There are plenty of advantages to an early morning workout, including increased energy for the rest of your day and a reduced risk of something getting in the way of your exercise regimen. But with a morning workout comes the question of when to have your breakfast. Eating breakfast helps you manage your weight and meet your daily nutritional goals, so you shouldn't skip breakfast to work out, but you do have some flexibility when it comes to choosing whether to eat before or after your workout.
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Delaying breakfast until after you exercise can actually help you burn more fat during your morning workout. That's because keeping your insulin levels low while pumping up your adrenaline levels encourages your muscles to break down more fatty tissues than they normally would, explains Peter Hespel, a professor of exercise physiology at the University of Leuven in Belgium, in a June 2010 "USA Today" article. When your insulin levels are high -- as they are after you finish a meal -- the same amount of adrenaline breaks down less fat.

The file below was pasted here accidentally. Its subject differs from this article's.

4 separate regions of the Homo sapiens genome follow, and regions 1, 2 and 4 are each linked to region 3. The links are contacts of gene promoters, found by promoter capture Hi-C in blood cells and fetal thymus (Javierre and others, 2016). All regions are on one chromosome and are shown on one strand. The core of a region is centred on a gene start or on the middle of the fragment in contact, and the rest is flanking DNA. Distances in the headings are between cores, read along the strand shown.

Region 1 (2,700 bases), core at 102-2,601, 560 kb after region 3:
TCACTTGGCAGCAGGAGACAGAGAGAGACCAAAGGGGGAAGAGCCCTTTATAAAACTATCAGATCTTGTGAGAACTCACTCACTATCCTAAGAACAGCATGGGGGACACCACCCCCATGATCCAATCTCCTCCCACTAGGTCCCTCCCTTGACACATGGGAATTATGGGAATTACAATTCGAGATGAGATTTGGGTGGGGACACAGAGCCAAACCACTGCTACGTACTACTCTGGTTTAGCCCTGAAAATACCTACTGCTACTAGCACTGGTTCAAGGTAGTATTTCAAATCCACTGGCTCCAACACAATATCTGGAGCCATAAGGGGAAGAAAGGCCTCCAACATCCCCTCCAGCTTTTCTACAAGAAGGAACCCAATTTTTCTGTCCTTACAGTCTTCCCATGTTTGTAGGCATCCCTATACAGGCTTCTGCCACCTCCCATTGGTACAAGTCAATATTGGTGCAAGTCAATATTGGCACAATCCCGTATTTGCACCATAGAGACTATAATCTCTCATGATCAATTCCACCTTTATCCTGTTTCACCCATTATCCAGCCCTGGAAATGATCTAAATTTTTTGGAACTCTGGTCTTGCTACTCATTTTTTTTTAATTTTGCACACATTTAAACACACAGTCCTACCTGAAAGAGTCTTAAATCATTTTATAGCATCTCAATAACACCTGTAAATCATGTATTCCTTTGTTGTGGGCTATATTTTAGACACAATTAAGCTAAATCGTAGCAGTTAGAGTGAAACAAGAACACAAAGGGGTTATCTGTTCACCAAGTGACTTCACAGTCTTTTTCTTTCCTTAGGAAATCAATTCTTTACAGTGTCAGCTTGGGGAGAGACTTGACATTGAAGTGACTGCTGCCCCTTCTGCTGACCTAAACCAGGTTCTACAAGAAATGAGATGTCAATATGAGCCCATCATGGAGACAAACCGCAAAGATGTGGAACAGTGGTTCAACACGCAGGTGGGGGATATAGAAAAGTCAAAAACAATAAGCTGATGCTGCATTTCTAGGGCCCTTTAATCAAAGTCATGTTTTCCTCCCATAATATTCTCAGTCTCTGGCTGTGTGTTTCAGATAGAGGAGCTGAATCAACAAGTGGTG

On the other hand, skipping breakfast means you're not filling your nutritional tank before your workout, which can mean you're exercising with low blood sugar. This can make you dizzy, lightheaded or more-than-normally fatigued during your workout. Food is fuel, explains Columbia University Health Services, and your body needs energy from food to perform well.
If you decide to skip breakfast before your workout, don't do it every day; once a week is plenty to get the fat-burning benefits without sacrificing your performance, says Ron Maughan, a professor of sport, exercise and health sciences at Loughborough University in Britain, in the "USA Today" article. And if you don't eat before your workout, be sure to have breakfast afterward. Ideally, fuel back up within 15 to 60 minutes after your workout with a carbohydrate- and protein-rich breakfast, such as a bagel with lean turkey or toast with peanut butter and banana.
If you find working out on a completely empty stomach uncomfortable, try splitting your meal into two parts and eating just a little before your workout, recommends Leslie Bonci, dietitian and director of sports nutrition at the University of Pittsburgh. Have a small yogurt, fruit smoothie or slice of fruit before your workout and a balanced mix of protein and carbohydrates when you're done.